In discussions with dozens of health care leaders and economists, I find near unanimity of opinion that, whatever its shape, the final legislation that will emerge from Congress will markedly accelerate national health care spending.
So much for bending the proverbial cost curve. Then there is this promise--another solemn promise. The President said:
I have made a solemn pledge that I will sign a universal health care bill into law by the end of my first term as President that will cover every American--
This bill obviously does not.
--and cut the cost of a typical family's premium by up to $2,500 a year.
As I mentioned, under the CBO score, the average premium for families in the individual market will go up by $2,100, not go down by $2,500--another promise made that will not be kept if this bill is passed into law.
Then the President talked about deficits. There has been a lot about this bill being so-called deficit neutral. If you cut enough benefits for seniors and raise taxes enough on everybody, you can produce a deficit-neutral bill. This bill will spend $2.5 trillion over the next 10 years with full implementation. President Obama's chief actuary at the Center for Medicare and Medicaid Services called the ability to sign a bill such as this, without raising the deficit, ``unrealistic and doubtful.''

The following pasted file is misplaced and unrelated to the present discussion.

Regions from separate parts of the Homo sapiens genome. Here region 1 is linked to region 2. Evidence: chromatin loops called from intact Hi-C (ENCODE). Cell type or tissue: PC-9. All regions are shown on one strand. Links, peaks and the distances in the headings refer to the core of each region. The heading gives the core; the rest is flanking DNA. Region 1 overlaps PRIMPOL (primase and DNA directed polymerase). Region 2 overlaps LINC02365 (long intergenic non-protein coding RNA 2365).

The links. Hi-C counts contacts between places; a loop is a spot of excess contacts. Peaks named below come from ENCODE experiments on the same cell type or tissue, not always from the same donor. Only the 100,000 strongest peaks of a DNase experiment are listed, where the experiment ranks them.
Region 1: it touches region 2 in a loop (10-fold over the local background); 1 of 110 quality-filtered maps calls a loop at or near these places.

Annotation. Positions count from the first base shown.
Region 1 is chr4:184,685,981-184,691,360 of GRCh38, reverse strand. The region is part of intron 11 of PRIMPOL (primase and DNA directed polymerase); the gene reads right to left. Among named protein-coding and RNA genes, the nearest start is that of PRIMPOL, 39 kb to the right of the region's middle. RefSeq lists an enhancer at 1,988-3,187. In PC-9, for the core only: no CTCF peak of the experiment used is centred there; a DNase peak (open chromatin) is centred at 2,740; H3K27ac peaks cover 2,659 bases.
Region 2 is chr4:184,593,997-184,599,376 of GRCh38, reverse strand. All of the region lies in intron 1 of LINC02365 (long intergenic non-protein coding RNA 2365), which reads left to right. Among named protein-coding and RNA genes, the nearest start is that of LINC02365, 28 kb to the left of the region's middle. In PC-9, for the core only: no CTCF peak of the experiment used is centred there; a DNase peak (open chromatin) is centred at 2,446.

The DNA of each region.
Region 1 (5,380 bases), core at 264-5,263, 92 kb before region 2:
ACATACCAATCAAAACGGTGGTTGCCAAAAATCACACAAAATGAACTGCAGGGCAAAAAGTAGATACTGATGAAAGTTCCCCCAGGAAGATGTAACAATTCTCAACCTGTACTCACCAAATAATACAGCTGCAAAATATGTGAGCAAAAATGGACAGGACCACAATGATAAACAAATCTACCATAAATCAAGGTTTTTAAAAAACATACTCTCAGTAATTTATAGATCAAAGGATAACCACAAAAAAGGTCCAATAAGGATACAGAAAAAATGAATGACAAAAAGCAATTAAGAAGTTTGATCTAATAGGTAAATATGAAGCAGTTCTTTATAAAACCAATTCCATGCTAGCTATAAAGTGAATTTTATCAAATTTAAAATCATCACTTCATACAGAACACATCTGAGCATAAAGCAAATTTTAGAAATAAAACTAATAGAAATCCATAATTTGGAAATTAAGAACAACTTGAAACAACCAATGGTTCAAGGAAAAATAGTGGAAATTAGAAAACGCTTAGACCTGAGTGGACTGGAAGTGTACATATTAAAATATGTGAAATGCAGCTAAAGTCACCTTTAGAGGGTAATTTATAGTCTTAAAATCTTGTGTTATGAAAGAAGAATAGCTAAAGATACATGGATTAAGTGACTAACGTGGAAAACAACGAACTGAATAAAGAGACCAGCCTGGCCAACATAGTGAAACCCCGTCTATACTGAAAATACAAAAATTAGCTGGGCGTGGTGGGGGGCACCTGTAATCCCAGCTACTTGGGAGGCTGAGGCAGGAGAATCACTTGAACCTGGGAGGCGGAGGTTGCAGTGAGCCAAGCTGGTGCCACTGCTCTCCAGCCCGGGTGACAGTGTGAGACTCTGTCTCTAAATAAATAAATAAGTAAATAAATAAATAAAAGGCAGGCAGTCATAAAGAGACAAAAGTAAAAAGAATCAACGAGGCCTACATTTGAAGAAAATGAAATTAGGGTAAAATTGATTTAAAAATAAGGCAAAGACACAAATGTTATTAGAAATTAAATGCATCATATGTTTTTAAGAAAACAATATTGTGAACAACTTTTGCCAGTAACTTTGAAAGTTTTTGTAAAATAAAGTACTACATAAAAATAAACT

David Broder, the dean of the Washington press corps, said:
While the CBO said that both the House-passed bill and the one Reid has drafted meet Obama's test for being budget neutral, every expert I have talked to says that the public has it right. These bills, as they stand, are budget busters.
Then there is the promise of choice. The President said the American people ought to have choice when it comes to health care, their choice of their doctors and health plans. The fact is, this bill would consign 60 million Americans to a health care ``gulag'' called Medicaid. I say that because, although Medicaid provides what some people would say is coverage, it certainly doesn't provide access. In the metroplex of Texas, the Dallas-Fort Worth area, 38 percent of doctors will not see a new
Medicaid patient because of Medicaid's low rates.
Then there is this claim that it will not raise taxes. Well, the Joint Committee on Taxation indicates that 38 percent of the people earning less than $200,000 a year will see a tax increase under this bill. In other words, this is another promise the President made that will be violated if this bill is passed into law because taxes will go up for 38 percent of the people. As a matter of fact, out of that 38 percent, 24 percent of them will experience a tax increase, even after taking into account